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Hepatology. 1995 Jan;21(1):58-62.

Anti-liver cytosolic antigen type 1 (LC1) antibodies in childhood autoimmune liver disease.

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Department of Immunology, King's College School of Medicine and Dentistry, London, England.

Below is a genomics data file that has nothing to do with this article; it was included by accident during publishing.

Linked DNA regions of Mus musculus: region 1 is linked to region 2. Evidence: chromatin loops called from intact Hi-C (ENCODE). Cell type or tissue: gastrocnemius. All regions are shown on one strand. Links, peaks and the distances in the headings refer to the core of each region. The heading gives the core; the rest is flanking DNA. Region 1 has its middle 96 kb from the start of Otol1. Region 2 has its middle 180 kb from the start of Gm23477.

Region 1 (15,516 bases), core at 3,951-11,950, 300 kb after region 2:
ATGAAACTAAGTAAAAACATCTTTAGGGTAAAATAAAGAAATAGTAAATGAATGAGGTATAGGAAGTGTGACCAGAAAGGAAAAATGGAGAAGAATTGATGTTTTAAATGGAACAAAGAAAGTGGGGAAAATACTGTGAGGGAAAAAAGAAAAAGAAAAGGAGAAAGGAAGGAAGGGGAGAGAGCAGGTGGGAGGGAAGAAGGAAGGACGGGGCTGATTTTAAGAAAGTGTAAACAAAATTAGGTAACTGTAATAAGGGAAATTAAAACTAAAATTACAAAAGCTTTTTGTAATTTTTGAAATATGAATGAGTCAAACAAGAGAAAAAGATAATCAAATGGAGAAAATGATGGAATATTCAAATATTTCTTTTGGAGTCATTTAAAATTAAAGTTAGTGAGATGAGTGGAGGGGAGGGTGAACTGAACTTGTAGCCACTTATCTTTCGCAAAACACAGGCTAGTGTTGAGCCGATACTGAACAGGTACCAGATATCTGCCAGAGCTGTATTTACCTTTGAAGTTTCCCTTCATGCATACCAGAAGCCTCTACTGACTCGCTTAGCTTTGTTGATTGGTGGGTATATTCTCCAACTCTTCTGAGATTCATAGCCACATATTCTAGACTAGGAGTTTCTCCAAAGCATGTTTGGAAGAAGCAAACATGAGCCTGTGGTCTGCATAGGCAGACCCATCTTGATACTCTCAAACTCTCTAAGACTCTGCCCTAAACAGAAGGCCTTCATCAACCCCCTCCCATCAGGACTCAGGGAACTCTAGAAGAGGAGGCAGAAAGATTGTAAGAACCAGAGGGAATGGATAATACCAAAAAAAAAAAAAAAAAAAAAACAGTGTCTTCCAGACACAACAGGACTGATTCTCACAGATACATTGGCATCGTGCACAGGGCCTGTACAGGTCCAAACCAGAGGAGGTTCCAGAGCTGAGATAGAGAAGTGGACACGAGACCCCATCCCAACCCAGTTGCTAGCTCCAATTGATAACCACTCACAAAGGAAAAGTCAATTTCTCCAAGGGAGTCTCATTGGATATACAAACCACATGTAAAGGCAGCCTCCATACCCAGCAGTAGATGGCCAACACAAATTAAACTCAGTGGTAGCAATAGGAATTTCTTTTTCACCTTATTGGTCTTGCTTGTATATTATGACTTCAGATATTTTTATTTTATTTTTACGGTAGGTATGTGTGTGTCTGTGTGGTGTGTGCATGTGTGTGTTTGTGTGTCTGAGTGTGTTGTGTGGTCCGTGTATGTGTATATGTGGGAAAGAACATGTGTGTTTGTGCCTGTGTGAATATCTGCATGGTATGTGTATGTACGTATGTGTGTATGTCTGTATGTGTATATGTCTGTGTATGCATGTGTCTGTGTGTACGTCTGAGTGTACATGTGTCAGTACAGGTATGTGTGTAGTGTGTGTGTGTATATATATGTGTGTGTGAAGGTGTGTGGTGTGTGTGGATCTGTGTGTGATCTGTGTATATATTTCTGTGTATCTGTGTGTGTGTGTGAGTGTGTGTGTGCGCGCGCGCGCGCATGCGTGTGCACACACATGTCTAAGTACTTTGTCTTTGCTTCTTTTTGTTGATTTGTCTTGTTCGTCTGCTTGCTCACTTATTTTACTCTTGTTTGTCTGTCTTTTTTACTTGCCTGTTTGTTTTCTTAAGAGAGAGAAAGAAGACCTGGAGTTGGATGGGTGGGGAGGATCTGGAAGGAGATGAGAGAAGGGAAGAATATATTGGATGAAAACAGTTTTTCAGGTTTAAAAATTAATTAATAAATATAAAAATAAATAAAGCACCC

Antibodies to liver cytosol antigen type 1 (anti-LC1), which recognize a 60-kd peptide contained in the liver cytosolic fraction, have been reported to define a subset of autoimmune hepatitis (AIH) either negative for other autoantibodies or positive for anti-liver kidney microsomal antibody type 1 (LKM-1) and to be best detected in immunodiffusion. To analyze the prevalence of anti-LC1 in childhood liver disease, we have tested the sera of 95 patients using immunoblot, indirect immunofluorescence, and immunodiffusion. Fifteen children had smooth muscle antibody (SMA) and/or anti-nuclear antibody (ANA)-positive AIH, 13 had anti-LKM-1-positive AIH, 14 had autoimmune sclerosing cholangitis (ASC) (all SMA and/or ANA positive), and 53 had non-autoimmune liver disease (10 had alpha 1-anti-trypsin deficiency [alpha 1-ATD], 11 had Wilson's disease [WD], 14 had Alagille's syndrome, and 18 had chronic hepatitis B virus [HBV] infection). Twenty healthy children were studied as controls. Anti-LC1 positivity in immunodiffusion and strong reactivity in immunoblot were found in 4 LKM-1- and 2 SMA/ANA-positive patients with AIH and in 1 patient with ASC, but in none of the patients with other liver diseases nor in controls. A weak 60-kd band was detected by immunoblot in 6 more patients with AIH (2 were LKM-1- and 4 were SMA/ANA-positive) and 6 patients with ASC, all anti-LC1-negative by immunofluorescence and immunodiffusion. No distinct clinical features characterized the anti-LC1-positive patients.(ABSTRACT TRUNCATED AT 250 WORDS).

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